The heartbreak of losing a president
Among the most solemn days of the 20th century, the funeral of President John F. Kennedy occurred on Monday, Nov. 25, 1963. The event was at once personal and global, as millions of people from around the world tuned in to a live television broadcast.
The nation was still in shock from Kennedy’s assassination only three days before, and an estimated 81% of homes with a television had their sets tuned to the funeral possession, one the highest TV ratings in US history, according to Nielson.
“This is when America became a TV nation,” said Patty Rhule, a senior manager of exhibits at the Newseum in Washington. Television was fast becoming a ubiquitous presence in American homes, thanks in no small part to the telegenic Kennedy family.
Those who tuned in saw images of sorrow and prestige. Dozens of foreign dignitaries, including French president Charles De Gaulle and British Prime Minister Sir Alec Douglas-Home, flew in from around the world to march behind the funeral procession. The DC Metropolitan police chief Robert V. Murray later said that the all the attending heads of state and royalty made for the largest security risk his department had ever faced.
The unfortunate stars of the day, however, were the stricken members of the Kennedy family—most of all, Jacqueline Kennedy, the late president’s widow.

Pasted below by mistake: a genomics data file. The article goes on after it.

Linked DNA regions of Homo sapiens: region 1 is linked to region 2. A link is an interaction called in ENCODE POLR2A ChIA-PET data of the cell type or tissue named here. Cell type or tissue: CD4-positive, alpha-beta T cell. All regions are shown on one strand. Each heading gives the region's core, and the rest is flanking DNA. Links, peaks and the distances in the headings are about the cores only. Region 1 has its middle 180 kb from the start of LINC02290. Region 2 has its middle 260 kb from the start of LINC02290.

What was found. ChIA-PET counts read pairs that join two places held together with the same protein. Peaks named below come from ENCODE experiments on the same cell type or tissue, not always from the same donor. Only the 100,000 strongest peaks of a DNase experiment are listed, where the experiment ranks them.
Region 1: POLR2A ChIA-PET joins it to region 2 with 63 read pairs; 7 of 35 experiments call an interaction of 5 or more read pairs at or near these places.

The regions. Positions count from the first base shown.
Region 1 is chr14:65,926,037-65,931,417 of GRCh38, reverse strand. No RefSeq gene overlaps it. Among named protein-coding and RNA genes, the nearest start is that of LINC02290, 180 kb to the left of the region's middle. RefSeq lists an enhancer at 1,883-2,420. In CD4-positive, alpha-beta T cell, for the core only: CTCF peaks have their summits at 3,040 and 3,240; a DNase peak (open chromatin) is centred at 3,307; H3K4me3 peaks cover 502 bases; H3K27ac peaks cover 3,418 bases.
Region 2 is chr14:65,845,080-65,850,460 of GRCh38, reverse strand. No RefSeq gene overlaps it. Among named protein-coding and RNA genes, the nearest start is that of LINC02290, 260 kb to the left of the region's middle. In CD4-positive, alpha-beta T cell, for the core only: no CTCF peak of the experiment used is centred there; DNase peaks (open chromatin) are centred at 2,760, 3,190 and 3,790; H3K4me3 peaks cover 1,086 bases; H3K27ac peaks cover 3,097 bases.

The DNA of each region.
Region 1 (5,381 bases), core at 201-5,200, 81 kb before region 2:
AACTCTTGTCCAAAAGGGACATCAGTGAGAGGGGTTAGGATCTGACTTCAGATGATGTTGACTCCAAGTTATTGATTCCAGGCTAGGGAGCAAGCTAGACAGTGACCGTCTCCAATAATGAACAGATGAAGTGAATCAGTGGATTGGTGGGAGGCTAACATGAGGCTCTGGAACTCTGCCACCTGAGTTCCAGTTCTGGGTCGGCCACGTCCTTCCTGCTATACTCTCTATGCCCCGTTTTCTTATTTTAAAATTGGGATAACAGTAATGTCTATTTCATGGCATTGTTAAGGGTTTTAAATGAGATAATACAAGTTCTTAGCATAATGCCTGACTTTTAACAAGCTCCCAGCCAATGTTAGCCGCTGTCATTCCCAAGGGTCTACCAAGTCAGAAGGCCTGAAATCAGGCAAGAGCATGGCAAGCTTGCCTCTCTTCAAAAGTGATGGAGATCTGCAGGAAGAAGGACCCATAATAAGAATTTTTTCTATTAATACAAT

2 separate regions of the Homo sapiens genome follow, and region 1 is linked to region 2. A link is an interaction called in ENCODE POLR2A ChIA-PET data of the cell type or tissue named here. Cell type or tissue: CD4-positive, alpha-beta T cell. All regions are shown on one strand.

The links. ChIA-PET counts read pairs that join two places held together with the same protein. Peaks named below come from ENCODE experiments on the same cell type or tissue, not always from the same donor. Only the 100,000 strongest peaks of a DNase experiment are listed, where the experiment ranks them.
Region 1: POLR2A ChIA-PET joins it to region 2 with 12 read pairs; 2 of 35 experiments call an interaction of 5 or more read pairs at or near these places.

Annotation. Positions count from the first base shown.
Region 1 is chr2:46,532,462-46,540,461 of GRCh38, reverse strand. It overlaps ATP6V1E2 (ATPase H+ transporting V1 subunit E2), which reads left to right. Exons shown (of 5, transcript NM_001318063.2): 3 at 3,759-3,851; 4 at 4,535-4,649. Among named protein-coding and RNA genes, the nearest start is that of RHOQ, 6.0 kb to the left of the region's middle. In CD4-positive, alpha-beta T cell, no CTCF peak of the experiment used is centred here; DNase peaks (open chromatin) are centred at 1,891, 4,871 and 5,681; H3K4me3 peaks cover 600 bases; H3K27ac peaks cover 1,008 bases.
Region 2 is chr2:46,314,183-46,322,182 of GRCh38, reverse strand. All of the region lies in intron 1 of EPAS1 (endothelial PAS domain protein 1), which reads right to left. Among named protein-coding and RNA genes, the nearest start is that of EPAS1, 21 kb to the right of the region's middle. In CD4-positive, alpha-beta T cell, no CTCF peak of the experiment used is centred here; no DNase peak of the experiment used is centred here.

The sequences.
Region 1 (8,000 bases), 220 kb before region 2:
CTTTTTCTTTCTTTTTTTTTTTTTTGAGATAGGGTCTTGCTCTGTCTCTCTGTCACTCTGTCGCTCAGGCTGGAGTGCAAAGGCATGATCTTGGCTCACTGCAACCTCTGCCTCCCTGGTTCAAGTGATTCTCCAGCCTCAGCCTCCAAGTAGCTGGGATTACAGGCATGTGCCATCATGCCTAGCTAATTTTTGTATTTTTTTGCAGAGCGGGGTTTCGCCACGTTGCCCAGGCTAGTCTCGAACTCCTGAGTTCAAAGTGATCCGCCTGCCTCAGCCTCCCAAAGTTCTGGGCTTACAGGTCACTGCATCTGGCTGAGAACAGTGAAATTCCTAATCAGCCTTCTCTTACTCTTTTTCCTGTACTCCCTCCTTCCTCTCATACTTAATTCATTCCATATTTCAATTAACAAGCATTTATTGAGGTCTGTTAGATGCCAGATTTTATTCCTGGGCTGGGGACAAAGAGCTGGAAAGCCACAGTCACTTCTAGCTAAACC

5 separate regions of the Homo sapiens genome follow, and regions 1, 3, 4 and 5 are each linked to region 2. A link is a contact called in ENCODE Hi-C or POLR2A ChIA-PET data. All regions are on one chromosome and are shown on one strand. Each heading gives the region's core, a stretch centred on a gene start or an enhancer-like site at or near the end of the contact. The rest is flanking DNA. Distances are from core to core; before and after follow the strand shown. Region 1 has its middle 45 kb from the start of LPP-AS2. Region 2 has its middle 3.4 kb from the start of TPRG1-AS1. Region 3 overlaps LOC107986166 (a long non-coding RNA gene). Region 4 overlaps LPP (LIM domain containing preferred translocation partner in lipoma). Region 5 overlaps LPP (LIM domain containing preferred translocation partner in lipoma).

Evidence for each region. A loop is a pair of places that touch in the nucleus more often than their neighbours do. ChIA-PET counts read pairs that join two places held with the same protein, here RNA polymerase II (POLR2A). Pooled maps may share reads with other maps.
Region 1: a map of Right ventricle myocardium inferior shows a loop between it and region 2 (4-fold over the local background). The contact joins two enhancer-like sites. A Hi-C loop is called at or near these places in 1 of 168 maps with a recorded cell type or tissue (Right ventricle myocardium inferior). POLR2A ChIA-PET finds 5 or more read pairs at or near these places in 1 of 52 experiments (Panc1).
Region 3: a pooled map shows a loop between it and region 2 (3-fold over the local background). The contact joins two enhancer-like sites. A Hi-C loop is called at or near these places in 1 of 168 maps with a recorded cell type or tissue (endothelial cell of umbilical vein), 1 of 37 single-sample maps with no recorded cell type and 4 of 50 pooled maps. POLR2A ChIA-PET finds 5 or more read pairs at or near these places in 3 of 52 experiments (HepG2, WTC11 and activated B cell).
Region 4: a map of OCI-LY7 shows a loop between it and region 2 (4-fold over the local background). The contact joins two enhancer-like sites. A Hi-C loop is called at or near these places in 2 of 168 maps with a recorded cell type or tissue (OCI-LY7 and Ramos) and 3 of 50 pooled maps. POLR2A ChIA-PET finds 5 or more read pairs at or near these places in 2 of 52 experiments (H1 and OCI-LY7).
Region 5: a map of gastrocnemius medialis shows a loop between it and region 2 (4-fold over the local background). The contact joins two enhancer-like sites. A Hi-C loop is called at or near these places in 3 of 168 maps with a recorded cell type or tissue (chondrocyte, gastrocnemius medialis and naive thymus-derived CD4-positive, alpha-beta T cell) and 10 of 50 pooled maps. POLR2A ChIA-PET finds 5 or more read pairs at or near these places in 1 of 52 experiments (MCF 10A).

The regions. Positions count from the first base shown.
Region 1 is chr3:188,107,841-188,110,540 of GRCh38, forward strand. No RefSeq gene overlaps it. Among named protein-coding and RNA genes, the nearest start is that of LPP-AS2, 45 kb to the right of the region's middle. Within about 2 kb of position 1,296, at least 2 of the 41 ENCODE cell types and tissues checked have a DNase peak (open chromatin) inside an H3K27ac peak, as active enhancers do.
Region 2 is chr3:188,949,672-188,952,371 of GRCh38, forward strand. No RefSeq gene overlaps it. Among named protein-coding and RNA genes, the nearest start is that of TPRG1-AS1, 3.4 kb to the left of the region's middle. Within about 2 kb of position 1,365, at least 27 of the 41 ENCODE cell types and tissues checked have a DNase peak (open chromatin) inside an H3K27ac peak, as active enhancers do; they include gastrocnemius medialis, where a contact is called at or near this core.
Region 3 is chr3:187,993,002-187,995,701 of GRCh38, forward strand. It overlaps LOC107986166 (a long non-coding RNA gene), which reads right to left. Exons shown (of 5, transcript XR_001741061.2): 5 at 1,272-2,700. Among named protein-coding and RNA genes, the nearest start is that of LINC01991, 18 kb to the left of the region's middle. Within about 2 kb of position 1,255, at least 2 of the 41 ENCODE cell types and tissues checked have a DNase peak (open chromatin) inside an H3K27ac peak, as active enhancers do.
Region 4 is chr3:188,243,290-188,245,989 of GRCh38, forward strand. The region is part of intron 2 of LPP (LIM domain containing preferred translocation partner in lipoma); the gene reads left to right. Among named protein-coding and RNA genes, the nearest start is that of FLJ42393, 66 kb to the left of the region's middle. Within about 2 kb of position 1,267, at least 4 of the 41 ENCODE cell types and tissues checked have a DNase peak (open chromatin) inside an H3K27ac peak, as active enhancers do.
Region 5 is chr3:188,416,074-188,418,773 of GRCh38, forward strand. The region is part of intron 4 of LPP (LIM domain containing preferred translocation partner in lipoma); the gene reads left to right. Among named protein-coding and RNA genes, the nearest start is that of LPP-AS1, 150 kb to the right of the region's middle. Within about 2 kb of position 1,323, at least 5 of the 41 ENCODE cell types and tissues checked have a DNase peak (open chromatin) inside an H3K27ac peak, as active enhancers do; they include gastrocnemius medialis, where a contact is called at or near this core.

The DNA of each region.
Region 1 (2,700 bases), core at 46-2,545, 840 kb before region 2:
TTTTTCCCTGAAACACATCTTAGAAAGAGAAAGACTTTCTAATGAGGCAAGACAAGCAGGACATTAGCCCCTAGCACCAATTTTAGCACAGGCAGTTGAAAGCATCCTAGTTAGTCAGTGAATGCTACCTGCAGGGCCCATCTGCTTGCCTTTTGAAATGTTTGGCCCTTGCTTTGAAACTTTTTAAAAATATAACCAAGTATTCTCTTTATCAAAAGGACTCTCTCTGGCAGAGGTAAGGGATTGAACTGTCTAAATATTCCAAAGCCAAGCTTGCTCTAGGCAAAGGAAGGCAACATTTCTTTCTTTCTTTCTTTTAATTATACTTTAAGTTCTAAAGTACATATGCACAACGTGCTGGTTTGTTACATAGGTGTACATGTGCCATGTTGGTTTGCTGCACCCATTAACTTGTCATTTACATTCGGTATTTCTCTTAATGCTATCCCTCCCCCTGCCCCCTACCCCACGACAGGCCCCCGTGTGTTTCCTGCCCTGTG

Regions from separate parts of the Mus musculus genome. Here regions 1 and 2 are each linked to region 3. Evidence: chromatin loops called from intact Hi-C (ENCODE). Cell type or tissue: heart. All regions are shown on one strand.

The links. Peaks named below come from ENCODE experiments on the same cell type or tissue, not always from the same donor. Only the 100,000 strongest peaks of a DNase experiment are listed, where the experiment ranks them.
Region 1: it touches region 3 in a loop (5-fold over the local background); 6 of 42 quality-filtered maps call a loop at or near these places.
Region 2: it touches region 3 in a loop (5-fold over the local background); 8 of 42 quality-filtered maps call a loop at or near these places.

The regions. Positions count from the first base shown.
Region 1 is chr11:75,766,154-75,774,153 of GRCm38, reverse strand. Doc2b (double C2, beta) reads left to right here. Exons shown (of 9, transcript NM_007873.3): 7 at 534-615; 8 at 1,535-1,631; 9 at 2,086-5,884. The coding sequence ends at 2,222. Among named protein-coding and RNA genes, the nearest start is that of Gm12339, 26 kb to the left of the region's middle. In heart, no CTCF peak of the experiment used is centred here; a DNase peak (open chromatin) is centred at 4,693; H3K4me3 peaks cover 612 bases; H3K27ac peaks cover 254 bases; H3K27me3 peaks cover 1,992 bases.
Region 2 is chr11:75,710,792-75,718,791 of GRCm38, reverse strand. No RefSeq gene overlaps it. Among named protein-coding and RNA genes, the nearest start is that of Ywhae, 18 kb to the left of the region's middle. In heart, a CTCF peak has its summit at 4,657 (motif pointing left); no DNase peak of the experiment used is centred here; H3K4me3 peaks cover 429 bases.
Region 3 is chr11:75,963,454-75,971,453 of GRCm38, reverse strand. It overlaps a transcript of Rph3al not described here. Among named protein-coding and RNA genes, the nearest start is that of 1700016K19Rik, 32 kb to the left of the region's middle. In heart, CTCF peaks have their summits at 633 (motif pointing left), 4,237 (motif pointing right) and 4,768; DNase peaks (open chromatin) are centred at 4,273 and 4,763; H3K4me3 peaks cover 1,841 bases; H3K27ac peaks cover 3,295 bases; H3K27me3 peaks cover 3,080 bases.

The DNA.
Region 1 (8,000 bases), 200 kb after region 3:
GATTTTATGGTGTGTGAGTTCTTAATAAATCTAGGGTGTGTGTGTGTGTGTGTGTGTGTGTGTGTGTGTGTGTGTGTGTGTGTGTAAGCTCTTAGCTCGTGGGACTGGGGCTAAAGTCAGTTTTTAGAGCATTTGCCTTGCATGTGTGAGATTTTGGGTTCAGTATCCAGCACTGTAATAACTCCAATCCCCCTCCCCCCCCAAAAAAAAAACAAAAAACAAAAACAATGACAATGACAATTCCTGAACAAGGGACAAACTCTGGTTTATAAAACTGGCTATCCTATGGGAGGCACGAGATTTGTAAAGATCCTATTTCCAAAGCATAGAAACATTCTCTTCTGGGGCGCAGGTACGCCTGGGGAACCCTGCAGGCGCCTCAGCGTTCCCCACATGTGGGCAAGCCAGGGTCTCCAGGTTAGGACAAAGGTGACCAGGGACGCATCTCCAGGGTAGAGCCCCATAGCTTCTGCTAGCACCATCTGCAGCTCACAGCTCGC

Approximately a million people lined the processional route, which went from the Capitol to The White House to St. Matthews Cathedral and finally Arlington National Cemetery. The procession was led by the Marine band.
Veteran journalist Bob Schieffer, who covered the event 50 years ago for The Fort Worth Star Telegram, said Kennedy’s funeral “became the template for coverage” of such tragedies. “We were working in one of the worst moments of the nation’s life back then and we didn’t know what to make of it, much like what happened on 9/11.”
As the casket was borne to its place of burial, Jacqueline Kennedy bent down and whispered to her son. John F. Kennedy Jr., known to many as “John John,” saluted his father’s coffin. Fifty years later, that image endures in the American consciousness, a grim, touching reminder of one of our nation’s saddest hours.